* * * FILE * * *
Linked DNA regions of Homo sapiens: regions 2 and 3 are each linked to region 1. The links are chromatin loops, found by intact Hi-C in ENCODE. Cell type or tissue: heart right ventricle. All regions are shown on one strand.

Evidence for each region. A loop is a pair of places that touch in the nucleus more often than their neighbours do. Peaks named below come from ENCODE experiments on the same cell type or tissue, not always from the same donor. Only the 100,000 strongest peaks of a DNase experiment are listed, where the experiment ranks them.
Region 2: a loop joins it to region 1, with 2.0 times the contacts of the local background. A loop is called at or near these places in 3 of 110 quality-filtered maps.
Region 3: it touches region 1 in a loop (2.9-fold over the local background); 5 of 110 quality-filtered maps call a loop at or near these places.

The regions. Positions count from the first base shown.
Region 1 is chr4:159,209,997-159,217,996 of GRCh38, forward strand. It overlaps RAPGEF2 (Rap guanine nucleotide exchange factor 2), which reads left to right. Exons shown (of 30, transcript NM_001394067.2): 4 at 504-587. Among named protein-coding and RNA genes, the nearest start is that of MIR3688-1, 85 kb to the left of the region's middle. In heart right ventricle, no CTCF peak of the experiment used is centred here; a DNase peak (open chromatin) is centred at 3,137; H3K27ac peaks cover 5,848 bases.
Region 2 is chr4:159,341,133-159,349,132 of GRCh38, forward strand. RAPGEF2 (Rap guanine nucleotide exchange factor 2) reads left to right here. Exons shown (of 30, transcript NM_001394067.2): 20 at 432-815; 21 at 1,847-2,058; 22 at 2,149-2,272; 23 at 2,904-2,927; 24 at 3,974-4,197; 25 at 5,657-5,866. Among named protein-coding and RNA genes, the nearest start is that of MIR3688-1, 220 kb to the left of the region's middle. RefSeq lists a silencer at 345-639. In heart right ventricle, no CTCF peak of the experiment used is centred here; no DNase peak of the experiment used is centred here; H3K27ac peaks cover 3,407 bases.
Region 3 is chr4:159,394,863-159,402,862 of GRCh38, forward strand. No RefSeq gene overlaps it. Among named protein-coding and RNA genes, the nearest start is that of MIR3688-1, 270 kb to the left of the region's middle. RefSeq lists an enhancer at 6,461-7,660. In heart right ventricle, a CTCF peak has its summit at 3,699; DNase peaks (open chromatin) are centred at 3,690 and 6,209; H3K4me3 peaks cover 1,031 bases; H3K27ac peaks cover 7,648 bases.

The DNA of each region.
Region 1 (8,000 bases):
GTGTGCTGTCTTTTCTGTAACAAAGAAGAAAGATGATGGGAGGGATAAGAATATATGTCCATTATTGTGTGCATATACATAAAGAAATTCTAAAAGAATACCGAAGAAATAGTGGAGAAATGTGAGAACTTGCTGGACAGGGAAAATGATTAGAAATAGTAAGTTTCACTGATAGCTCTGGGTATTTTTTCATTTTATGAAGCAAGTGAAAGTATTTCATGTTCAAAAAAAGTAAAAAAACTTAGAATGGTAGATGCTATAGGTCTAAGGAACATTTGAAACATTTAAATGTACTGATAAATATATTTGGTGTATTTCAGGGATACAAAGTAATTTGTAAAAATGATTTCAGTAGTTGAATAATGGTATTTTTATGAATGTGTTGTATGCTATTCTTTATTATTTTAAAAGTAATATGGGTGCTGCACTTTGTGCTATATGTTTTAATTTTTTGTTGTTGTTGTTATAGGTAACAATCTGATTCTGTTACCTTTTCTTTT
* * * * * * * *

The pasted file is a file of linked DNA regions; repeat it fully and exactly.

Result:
Linked DNA regions of Homo sapiens: regions 2 and 3 are each linked to region 1. The links are chromatin loops, found by intact Hi-C in ENCODE. Cell type or tissue: heart right ventricle. All regions are shown on one strand.

Evidence for each region. A loop is a pair of places that touch in the nucleus more often than their neighbours do. Peaks named below come from ENCODE experiments on the same cell type or tissue, not always from the same donor. Only the 100,000 strongest peaks of a DNase experiment are listed, where the experiment ranks them.
Region 2: a loop joins it to region 1, with 2.0 times the contacts of the local background. A loop is called at or near these places in 3 of 110 quality-filtered maps.
Region 3: it touches region 1 in a loop (2.9-fold over the local background); 5 of 110 quality-filtered maps call a loop at or near these places.

The regions. Positions count from the first base shown.
Region 1 is chr4:159,209,997-159,217,996 of GRCh38, forward strand. It overlaps RAPGEF2 (Rap guanine nucleotide exchange factor 2), which reads left to right. Exons shown (of 30, transcript NM_001394067.2): 4 at 504-587. Among named protein-coding and RNA genes, the nearest start is that of MIR3688-1, 85 kb to the left of the region's middle. In heart right ventricle, no CTCF peak of the experiment used is centred here; a DNase peak (open chromatin) is centred at 3,137; H3K27ac peaks cover 5,848 bases.
Region 2 is chr4:159,341,133-159,349,132 of GRCh38, forward strand. RAPGEF2 (Rap guanine nucleotide exchange factor 2) reads left to right here. Exons shown (of 30, transcript NM_001394067.2): 20 at 432-815; 21 at 1,847-2,058; 22 at 2,149-2,272; 23 at 2,904-2,927; 24 at 3,974-4,197; 25 at 5,657-5,866. Among named protein-coding and RNA genes, the nearest start is that of MIR3688-1, 220 kb to the left of the region's middle. RefSeq lists a silencer at 345-639. In heart right ventricle, no CTCF peak of the experiment used is centred here; no DNase peak of the experiment used is centred here; H3K27ac peaks cover 3,407 bases.
Region 3 is chr4:159,394,863-159,402,862 of GRCh38, forward strand. No RefSeq gene overlaps it. Among named protein-coding and RNA genes, the nearest start is that of MIR3688-1, 270 kb to the left of the region's middle. RefSeq lists an enhancer at 6,461-7,660. In heart right ventricle, a CTCF peak has its summit at 3,699; DNase peaks (open chromatin) are centred at 3,690 and 6,209; H3K4me3 peaks cover 1,031 bases; H3K27ac peaks cover 7,648 bases.

The DNA of each region.
Region 1 (8,000 bases):
GTGTGCTGTCTTTTCTGTAACAAAGAAGAAAGATGATGGGAGGGATAAGAATATATGTCCATTATTGTGTGCATATACATAAAGAAATTCTAAAAGAATACCGAAGAAATAGTGGAGAAATGTGAGAACTTGCTGGACAGGGAAAATGATTAGAAATAGTAAGTTTCACTGATAGCTCTGGGTATTTTTTCATTTTATGAAGCAAGTGAAAGTATTTCATGTTCAAAAAAAGTAAAAAAACTTAGAATGGTAGATGCTATAGGTCTAAGGAACATTTGAAACATTTAAATGTACTGATAAATATATTTGGTGTATTTCAGGGATACAAAGTAATTTGTAAAAATGATTTCAGTAGTTGAATAATGGTATTTTTATGAATGTGTTGTATGCTATTCTTTATTATTTTAAAAGTAATATGGGTGCTGCACTTTGTGCTATATGTTTTAATTTTTTGTTGTTGTTGTTATAGGTAACAATCTGATTCTGTTACCTTTTCTTTT